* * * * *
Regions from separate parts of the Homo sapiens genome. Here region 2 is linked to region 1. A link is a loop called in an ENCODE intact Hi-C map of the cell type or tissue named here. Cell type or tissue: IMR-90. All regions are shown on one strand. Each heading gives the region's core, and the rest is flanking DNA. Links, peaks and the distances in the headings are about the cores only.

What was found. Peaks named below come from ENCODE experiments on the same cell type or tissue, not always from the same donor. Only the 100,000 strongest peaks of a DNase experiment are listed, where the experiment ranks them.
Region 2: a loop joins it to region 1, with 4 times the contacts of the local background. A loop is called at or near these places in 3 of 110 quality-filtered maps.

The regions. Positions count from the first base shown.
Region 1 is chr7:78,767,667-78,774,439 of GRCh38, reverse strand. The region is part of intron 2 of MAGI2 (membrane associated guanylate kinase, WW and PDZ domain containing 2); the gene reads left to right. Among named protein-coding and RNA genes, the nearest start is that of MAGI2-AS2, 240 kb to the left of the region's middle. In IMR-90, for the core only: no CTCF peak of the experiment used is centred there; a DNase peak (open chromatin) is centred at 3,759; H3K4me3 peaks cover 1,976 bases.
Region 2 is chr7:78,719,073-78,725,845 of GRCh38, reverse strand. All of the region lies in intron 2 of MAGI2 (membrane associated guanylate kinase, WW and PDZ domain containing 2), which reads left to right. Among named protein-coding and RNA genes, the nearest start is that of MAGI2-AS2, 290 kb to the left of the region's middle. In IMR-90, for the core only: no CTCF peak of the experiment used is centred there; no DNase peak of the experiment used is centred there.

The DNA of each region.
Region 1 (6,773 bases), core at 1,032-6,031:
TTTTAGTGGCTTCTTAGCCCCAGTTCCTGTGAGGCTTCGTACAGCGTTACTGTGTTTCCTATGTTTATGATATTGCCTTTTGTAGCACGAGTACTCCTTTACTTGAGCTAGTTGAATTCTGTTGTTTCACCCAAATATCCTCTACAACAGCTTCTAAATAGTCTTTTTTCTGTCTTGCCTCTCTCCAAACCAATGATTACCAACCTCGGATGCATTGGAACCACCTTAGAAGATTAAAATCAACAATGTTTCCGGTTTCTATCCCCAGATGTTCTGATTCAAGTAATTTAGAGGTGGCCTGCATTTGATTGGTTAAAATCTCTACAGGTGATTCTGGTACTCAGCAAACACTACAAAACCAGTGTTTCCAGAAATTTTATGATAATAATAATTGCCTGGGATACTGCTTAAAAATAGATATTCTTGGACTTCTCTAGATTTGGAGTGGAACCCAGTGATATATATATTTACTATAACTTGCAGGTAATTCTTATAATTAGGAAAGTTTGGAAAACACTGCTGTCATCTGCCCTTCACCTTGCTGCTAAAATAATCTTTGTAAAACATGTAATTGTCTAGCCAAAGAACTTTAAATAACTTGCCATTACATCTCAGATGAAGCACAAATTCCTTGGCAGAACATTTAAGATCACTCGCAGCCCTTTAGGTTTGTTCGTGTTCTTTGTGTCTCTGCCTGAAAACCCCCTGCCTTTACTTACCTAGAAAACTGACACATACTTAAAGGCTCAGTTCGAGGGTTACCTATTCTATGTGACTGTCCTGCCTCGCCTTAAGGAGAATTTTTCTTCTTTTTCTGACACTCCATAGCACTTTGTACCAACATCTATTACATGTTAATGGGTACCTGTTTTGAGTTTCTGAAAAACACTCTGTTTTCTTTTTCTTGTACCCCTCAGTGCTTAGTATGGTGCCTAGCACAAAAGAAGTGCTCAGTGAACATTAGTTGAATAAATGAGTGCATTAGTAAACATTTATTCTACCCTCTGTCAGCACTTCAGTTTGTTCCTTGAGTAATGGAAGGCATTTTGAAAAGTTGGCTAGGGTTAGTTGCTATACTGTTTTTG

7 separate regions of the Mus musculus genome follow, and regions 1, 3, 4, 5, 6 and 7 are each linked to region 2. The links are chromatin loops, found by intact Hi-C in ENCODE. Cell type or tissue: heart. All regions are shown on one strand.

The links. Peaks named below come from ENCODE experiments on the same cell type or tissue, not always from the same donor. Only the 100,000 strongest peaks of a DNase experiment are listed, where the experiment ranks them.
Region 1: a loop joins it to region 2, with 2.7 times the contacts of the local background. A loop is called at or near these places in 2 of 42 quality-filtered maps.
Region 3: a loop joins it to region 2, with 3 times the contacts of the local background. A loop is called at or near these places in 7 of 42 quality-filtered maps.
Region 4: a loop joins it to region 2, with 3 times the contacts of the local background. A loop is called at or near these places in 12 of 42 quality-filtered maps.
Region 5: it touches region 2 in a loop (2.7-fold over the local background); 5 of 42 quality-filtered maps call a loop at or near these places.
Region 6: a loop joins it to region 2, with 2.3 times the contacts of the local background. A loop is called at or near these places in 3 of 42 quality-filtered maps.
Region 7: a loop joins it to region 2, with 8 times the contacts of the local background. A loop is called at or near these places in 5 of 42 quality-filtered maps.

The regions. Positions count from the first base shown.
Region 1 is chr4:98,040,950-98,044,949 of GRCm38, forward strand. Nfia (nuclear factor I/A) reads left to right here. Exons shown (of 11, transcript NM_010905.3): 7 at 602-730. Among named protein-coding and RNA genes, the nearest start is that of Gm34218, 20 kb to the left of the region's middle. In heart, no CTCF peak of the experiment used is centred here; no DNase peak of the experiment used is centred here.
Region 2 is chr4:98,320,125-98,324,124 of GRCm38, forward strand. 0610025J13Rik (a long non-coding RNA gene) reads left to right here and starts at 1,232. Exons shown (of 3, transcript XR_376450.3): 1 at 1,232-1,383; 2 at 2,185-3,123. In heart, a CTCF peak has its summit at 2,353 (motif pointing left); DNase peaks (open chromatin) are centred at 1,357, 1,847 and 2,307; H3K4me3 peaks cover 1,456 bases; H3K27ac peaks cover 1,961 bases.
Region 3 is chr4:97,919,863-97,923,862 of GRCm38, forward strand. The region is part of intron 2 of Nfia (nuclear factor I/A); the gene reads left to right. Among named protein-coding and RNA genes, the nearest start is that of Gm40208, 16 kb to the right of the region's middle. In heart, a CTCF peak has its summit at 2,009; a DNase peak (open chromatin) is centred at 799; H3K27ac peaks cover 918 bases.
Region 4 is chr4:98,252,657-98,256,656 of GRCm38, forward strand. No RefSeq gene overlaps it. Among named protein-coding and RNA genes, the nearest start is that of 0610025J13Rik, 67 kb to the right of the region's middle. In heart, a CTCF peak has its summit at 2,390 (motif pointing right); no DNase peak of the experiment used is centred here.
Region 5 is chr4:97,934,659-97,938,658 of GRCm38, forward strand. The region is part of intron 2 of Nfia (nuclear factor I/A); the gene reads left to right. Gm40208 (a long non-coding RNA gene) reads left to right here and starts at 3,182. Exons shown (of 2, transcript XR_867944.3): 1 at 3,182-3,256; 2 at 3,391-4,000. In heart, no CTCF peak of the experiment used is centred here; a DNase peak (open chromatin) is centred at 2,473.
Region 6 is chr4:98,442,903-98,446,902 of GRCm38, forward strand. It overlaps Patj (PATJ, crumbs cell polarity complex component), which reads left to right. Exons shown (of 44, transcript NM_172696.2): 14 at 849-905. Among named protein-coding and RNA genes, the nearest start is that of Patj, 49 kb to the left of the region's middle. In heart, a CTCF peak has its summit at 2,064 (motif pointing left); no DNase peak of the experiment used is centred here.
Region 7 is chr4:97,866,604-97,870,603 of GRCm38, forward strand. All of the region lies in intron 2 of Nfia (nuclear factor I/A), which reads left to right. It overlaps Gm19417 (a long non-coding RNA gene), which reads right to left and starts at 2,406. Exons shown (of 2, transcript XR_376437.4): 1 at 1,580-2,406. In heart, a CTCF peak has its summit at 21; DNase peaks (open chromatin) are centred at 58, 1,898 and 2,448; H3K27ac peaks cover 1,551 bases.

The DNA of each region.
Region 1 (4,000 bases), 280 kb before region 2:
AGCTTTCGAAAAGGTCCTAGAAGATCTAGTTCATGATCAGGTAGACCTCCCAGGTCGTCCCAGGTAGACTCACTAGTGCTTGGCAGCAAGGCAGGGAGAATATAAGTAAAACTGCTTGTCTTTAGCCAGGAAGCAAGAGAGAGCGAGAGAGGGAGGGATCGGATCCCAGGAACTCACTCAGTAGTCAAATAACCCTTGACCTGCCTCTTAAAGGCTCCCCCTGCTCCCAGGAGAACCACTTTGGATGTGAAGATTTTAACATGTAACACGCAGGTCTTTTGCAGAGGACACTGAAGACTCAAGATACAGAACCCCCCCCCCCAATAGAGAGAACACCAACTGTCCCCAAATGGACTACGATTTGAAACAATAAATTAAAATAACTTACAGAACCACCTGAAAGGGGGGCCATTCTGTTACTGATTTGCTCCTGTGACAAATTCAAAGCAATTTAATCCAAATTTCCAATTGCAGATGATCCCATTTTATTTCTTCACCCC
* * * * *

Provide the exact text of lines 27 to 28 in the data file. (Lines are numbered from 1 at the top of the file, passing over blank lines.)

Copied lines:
Region 1 (4,000 bases), 280 kb before region 2:
AGCTTTCGAAAAGGTCCTAGAAGATCTAGTTCATGATCAGGTAGACCTCCCAGGTCGTCCCAGGTAGACTCACTAGTGCTTGGCAGCAAGGCAGGGAGAATATAAGTAAAACTGCTTGTCTTTAGCCAGGAAGCAAGAGAGAGCGAGAGAGGGAGGGATCGGATCCCAGGAACTCACTCAGTAGTCAAATAACCCTTGACCTGCCTCTTAAAGGCTCCCCCTGCTCCCAGGAGAACCACTTTGGATGTGAAGATTTTAACATGTAACACGCAGGTCTTTTGCAGAGGACACTGAAGACTCAAGATACAGAACCCCCCCCCCCAATAGAGAGAACACCAACTGTCCCCAAATGGACTACGATTTGAAACAATAAATTAAAATAACTTACAGAACCACCTGAAAGGGGGGCCATTCTGTTACTGATTTGCTCCTGTGACAAATTCAAAGCAATTTAATCCAAATTTCCAATTGCAGATGATCCCATTTTATTTCTTCACCCC